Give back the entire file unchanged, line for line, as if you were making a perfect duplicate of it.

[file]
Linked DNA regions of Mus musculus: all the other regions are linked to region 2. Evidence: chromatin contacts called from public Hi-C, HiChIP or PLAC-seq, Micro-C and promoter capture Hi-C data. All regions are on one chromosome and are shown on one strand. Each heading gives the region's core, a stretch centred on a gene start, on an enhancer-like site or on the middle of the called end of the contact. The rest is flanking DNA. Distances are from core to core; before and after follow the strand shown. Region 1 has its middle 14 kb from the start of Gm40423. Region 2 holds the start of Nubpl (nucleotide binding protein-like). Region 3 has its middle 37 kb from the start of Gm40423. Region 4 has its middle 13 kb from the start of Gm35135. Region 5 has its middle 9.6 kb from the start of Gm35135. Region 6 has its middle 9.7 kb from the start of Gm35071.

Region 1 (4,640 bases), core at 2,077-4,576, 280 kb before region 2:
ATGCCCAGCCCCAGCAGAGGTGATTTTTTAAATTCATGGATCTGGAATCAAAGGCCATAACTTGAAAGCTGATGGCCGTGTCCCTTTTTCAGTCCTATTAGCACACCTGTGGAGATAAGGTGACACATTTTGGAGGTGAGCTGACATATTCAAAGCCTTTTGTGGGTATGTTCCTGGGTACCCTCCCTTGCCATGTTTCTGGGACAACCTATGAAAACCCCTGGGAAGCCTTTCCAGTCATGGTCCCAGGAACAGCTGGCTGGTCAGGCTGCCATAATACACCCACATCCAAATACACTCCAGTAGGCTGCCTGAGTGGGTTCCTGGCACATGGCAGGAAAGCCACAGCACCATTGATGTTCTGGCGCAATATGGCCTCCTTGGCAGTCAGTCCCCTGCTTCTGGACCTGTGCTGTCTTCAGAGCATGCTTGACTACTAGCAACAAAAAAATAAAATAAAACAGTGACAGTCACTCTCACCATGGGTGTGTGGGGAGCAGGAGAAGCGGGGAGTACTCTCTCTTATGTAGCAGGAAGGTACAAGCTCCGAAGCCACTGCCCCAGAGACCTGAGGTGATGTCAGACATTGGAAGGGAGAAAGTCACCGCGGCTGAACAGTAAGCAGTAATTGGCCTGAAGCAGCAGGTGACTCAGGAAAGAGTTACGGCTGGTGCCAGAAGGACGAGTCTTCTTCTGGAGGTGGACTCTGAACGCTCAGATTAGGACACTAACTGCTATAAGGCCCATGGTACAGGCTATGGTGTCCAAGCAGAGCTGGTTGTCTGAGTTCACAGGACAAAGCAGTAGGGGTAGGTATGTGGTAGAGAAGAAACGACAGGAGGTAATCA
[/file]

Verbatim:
Linked DNA regions of Mus musculus: all the other regions are linked to region 2. Evidence: chromatin contacts called from public Hi-C, HiChIP or PLAC-seq, Micro-C and promoter capture Hi-C data. All regions are on one chromosome and are shown on one strand. Each heading gives the region's core, a stretch centred on a gene start, on an enhancer-like site or on the middle of the called end of the contact. The rest is flanking DNA. Distances are from core to core; before and after follow the strand shown. Region 1 has its middle 14 kb from the start of Gm40423. Region 2 holds the start of Nubpl (nucleotide binding protein-like). Region 3 has its middle 37 kb from the start of Gm40423. Region 4 has its middle 13 kb from the start of Gm35135. Region 5 has its middle 9.6 kb from the start of Gm35135. Region 6 has its middle 9.7 kb from the start of Gm35071.

Region 1 (4,640 bases), core at 2,077-4,576, 280 kb before region 2:
ATGCCCAGCCCCAGCAGAGGTGATTTTTTAAATTCATGGATCTGGAATCAAAGGCCATAACTTGAAAGCTGATGGCCGTGTCCCTTTTTCAGTCCTATTAGCACACCTGTGGAGATAAGGTGACACATTTTGGAGGTGAGCTGACATATTCAAAGCCTTTTGTGGGTATGTTCCTGGGTACCCTCCCTTGCCATGTTTCTGGGACAACCTATGAAAACCCCTGGGAAGCCTTTCCAGTCATGGTCCCAGGAACAGCTGGCTGGTCAGGCTGCCATAATACACCCACATCCAAATACACTCCAGTAGGCTGCCTGAGTGGGTTCCTGGCACATGGCAGGAAAGCCACAGCACCATTGATGTTCTGGCGCAATATGGCCTCCTTGGCAGTCAGTCCCCTGCTTCTGGACCTGTGCTGTCTTCAGAGCATGCTTGACTACTAGCAACAAAAAAATAAAATAAAACAGTGACAGTCACTCTCACCATGGGTGTGTGGGGAGCAGGAGAAGCGGGGAGTACTCTCTCTTATGTAGCAGGAAGGTACAAGCTCCGAAGCCACTGCCCCAGAGACCTGAGGTGATGTCAGACATTGGAAGGGAGAAAGTCACCGCGGCTGAACAGTAAGCAGTAATTGGCCTGAAGCAGCAGGTGACTCAGGAAAGAGTTACGGCTGGTGCCAGAAGGACGAGTCTTCTTCTGGAGGTGGACTCTGAACGCTCAGATTAGGACACTAACTGCTATAAGGCCCATGGTACAGGCTATGGTGTCCAAGCAGAGCTGGTTGTCTGAGTTCACAGGACAAAGCAGTAGGGGTAGGTATGTGGTAGAGAAGAAACGACAGGAGGTAATCA